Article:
It takes work. But you don’t have to compromise your beliefs in order to build your gratitude muscle.
If you practice gratitude every day and you make it much stronger then the likelihood that you will relapse goes down considerably.
You cannot relapse if you are truly grateful. Think about that. Why would you take a drink if you feel grateful at that moment? You wouldn’t. There is no need to drink when you are grateful.
Gratitude is the ultimate cure for alcoholism. It is the one universal spiritual principle that can overcome the threat of relapse. This is the secret to living a spiritual life, regardless of your exact beliefs.
Just look at someone who is, for example, a devout Christian. They will talk of their higher power constantly but it is always in “giving thanks.” If you strip away the religion then everything boils back down to gratitude. You are one lucky bunch of molecules to even be standing here in the universe and to be aware of yourself. If you can find gratitude in the fact that you exist today then you can overcome alcoholism. This doesn’t depend on a higher power, it depends on the feeling that arises inside of you.
Gratitude takes practice. It takes work. Belief doesn’t matter. Action and practice does.
Suggestion: Go to rehab, go to AA, see if either of them can help you if you are open minded
My suggestion to you is to go to rehab.
You will likely be exposed to AA.
They will tell you to keep an open mind. They are right. But here is the trick, the key twist that I want you to understand: The people in AA are telling you to keep an open mind because they are hoping to “convert you” eventually into believing, into having faith.
But that is a simplification. Most people in AA have not thought about their recovery this deeply before. They have not deconstructed recovery in the same way that I have done over the years as I write and think about such things.
You should have an open mind when you go to treatment and AA meetings, but not for the reasons that everyone thinks. They all believe that you need to have a religious conversion of faith. They think you “need to believe.”
They are wrong. You don’t need belief, you need action. You need gratitude. You need to practice this on a daily basis.
They think they are right though because of the path that they found. They came to believe, they found faith, and then they found a daily practice.
You can shortcut this process (if you choose to do so) and just go straight to the daily practice. Your daily actions will determine your success or failure in recovery. Traditional recovery thinks that you need faith and belief in order to follow through with those actions. Not true. I know many people in recovery who are engaged in positive action every day, who are building a better life in recovery, and they are hard line atheists.
So my suggestion to you is not to take action because “some day you might come around and believe in God.” That is not why you need to be open minded. I am not trying to convert you.
What I am saying is that you need to take action. You need to embrace a daily practice, of taking care of yourself every single day. That daily practice will include a spiritual element that can be based entirely on gratitude. You don’t need a specific belief to make this work. But you do need to take action, and get to work.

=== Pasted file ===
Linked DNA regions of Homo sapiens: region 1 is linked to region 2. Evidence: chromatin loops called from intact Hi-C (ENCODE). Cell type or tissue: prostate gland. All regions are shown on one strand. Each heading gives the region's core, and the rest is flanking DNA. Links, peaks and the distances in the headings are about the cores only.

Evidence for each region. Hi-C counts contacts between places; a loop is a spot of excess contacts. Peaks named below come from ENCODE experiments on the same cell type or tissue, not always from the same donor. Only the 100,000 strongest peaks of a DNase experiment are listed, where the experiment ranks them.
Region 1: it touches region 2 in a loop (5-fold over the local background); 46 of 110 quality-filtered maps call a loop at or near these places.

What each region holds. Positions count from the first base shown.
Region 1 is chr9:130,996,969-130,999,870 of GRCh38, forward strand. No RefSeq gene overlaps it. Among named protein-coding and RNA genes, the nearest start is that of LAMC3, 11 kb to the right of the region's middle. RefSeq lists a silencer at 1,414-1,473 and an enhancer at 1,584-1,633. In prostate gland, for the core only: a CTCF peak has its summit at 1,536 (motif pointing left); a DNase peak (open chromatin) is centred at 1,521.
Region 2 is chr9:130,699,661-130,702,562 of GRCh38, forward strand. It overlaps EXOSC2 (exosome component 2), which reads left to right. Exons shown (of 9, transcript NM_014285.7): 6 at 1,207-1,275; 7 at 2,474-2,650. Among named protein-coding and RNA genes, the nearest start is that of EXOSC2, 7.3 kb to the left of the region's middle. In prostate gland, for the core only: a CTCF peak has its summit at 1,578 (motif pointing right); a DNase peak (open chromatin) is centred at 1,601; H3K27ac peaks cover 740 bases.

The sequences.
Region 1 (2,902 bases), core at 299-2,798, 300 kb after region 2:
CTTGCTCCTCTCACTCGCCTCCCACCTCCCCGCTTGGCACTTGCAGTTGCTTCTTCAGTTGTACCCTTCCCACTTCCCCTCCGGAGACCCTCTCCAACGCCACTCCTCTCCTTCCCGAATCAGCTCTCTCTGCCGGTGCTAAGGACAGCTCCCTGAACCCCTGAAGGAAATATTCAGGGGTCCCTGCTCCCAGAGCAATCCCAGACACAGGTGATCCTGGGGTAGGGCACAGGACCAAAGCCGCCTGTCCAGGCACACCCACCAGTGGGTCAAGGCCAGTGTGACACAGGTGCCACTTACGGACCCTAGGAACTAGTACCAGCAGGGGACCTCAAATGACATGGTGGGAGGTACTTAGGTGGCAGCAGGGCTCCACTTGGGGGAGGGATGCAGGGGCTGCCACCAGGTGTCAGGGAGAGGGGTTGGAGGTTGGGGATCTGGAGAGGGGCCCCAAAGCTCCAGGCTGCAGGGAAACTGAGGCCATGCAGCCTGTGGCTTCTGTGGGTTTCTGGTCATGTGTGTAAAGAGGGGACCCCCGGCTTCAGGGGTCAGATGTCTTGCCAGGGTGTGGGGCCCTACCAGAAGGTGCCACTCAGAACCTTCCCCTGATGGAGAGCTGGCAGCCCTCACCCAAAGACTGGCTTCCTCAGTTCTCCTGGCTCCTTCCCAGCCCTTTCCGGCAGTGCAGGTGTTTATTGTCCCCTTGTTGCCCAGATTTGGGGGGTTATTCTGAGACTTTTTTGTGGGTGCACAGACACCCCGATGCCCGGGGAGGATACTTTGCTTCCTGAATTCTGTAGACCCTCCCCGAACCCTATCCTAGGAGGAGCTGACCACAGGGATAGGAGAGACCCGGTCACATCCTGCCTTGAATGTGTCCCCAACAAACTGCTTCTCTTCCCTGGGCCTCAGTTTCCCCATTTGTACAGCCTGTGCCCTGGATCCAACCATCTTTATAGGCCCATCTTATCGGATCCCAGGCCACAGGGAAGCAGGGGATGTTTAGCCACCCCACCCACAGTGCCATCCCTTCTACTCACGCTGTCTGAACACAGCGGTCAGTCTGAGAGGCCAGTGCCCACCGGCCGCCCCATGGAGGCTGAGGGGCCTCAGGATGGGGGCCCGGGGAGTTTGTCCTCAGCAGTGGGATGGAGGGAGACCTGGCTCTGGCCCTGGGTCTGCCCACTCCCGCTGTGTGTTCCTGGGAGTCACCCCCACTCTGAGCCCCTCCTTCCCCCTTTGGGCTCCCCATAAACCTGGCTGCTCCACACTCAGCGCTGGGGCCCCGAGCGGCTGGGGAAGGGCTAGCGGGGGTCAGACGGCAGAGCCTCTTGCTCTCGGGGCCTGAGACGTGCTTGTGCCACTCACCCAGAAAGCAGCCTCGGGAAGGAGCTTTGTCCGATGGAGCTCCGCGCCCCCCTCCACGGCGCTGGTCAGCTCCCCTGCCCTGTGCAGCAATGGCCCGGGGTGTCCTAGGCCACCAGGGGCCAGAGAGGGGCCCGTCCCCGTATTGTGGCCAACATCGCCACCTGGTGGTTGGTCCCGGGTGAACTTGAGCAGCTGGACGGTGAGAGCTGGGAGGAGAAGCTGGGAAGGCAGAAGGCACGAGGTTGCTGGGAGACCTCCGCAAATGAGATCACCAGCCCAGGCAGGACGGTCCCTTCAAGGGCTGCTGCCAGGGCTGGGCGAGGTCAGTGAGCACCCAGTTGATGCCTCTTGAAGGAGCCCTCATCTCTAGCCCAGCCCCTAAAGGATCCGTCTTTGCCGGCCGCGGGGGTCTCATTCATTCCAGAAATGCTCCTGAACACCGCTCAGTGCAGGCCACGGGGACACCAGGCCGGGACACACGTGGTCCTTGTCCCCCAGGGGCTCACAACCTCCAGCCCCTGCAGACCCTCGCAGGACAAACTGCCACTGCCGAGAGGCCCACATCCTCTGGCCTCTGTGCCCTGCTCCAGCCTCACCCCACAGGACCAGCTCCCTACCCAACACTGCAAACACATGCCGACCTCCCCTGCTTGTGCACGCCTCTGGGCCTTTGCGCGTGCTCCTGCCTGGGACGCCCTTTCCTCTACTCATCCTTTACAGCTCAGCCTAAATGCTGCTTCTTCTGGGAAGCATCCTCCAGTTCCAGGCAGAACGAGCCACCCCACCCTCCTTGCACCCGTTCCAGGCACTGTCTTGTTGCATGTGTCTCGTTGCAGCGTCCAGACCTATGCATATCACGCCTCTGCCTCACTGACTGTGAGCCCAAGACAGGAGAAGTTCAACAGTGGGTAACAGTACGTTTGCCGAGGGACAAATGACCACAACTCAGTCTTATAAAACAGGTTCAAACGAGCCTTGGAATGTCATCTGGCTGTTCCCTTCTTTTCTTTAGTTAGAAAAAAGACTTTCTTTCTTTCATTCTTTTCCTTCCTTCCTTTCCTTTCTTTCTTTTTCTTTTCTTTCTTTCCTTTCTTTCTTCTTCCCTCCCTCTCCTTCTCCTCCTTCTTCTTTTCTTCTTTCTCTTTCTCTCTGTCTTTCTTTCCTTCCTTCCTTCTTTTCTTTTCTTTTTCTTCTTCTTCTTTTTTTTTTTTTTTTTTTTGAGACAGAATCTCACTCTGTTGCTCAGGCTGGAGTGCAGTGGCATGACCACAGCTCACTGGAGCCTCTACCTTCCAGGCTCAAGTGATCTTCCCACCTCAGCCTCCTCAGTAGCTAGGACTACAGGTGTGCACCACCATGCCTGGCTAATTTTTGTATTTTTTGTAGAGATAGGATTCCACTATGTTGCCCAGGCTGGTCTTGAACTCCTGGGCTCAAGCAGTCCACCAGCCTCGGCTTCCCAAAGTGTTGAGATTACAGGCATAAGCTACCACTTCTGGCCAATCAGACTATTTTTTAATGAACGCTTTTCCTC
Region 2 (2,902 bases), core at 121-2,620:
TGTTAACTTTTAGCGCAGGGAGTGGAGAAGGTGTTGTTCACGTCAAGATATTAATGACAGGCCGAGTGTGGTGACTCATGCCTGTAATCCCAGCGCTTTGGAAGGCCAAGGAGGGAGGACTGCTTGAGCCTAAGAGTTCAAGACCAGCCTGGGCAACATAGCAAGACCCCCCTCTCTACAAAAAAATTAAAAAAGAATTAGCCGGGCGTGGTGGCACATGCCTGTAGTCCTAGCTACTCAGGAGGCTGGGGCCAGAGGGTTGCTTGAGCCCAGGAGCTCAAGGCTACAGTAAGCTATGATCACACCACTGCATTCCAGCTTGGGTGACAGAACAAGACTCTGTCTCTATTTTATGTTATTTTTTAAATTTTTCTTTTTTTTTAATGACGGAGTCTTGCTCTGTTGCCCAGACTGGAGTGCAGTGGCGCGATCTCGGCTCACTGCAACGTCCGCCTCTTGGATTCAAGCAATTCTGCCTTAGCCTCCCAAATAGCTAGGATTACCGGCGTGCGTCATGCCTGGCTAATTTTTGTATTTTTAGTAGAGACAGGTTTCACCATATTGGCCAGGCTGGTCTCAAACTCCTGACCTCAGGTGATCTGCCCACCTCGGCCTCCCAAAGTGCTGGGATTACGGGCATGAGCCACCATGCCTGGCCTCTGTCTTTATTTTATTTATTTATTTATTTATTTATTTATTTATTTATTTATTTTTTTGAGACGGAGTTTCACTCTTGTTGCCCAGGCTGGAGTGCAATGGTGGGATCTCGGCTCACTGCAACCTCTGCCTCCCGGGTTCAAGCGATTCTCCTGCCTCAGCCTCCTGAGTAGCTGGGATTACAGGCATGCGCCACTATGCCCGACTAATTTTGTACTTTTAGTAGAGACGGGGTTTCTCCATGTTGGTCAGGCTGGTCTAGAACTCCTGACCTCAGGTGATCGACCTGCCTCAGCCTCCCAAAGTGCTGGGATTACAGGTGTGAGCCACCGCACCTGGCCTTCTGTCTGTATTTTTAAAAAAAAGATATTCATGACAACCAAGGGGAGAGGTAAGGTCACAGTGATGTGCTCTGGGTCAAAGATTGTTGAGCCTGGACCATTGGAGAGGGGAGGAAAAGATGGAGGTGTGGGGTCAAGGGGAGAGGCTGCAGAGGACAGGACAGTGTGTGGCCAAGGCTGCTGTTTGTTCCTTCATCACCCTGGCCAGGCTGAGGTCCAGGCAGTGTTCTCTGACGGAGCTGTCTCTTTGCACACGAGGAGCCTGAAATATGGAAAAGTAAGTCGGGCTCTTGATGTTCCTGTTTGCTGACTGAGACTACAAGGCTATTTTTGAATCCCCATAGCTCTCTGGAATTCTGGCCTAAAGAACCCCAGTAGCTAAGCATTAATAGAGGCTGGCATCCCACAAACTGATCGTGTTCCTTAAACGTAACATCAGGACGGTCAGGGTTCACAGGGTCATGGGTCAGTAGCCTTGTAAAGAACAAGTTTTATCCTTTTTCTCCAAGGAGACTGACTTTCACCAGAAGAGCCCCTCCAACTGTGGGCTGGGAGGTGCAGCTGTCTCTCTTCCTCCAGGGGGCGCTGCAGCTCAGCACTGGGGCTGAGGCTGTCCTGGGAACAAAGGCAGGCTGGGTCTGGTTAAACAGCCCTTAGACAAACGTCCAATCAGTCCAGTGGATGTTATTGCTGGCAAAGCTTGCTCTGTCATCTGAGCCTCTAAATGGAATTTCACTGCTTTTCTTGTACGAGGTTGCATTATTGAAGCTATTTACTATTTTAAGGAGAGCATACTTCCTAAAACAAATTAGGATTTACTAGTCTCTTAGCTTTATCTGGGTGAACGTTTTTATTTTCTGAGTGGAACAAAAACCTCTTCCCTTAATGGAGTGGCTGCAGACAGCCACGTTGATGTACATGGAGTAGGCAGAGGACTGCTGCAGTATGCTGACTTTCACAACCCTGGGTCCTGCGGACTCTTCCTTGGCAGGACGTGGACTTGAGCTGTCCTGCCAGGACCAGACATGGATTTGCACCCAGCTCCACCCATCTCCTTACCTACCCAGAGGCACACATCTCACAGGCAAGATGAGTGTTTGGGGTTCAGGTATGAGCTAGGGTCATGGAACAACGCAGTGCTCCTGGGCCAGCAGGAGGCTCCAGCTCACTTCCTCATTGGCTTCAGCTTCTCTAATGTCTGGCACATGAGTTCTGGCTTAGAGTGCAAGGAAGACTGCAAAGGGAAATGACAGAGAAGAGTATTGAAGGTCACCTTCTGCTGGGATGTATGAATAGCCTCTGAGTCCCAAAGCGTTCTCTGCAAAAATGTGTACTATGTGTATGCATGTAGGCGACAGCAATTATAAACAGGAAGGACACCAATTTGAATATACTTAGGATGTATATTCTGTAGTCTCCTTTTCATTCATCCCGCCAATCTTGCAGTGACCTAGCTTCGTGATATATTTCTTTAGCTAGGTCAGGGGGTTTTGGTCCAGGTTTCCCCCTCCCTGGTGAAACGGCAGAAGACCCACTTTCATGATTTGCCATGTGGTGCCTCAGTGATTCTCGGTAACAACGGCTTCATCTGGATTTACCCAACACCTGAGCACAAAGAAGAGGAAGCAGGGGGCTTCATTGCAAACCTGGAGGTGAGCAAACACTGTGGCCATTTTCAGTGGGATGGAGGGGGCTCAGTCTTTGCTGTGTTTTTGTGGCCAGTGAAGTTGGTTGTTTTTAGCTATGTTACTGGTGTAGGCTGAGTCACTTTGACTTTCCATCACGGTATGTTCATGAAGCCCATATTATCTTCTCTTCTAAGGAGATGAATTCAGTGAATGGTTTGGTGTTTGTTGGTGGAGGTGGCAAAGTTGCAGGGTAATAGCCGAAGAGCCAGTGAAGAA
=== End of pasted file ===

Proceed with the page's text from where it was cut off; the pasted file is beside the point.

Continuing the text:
So don’t be open minded about “believing” if you don’t want to be. It is not necessary. You just need to be open minded about the recovery process, about the daily practice, about embracing positive action every day. Start doing the work and the results will follow. Your beliefs may or may not change, and they are beside the point (even though the majority in AA believe otherwise).
Building your own path in long term sobriety
In long term recovery you build your own path.
Everyone does. Even those who stick close to a program and follow directions. Even they have to figure out how to stay clean and sober in the long run.
Long term sobriety is different than having two weeks sober. The biggest threat is complacency. You have to have a strategy to overcome that complacency in the long run.
In my opinion that strategy is based on personal growth. After you get through your first few months of recovery (and the disruption process) you need to build a new life for yourself.
This takes action. It takes work. And after you start making changes in your life you realize that you are improving things slowly over time. Your life gets better and so does your life situation (two different things, think “internal versus external”).
If you stop making positive changes in your life then you risk the onset of complacency. If you get too complacent then you might relapse. This is as true if you are in AA or some other program as it is for someone who is working their own personal program of recovery.
Get stuck, might relapse.
Keep taking positive action and you strengthen your recovery with each passing day.
And if you can also be grateful for the process of personal growth, for the unfolding of new lessons in your life and for the learning opportunities, then you have a very strong position in recovery. And this will be true regardless of your core beliefs about a higher power.
What about you, has your faith (or lack thereof) helped you in recovery, or has it held you back? Are you an atheist who is living a successful life in sobriety? Let us know in the discussion forums. It only takes a second to register!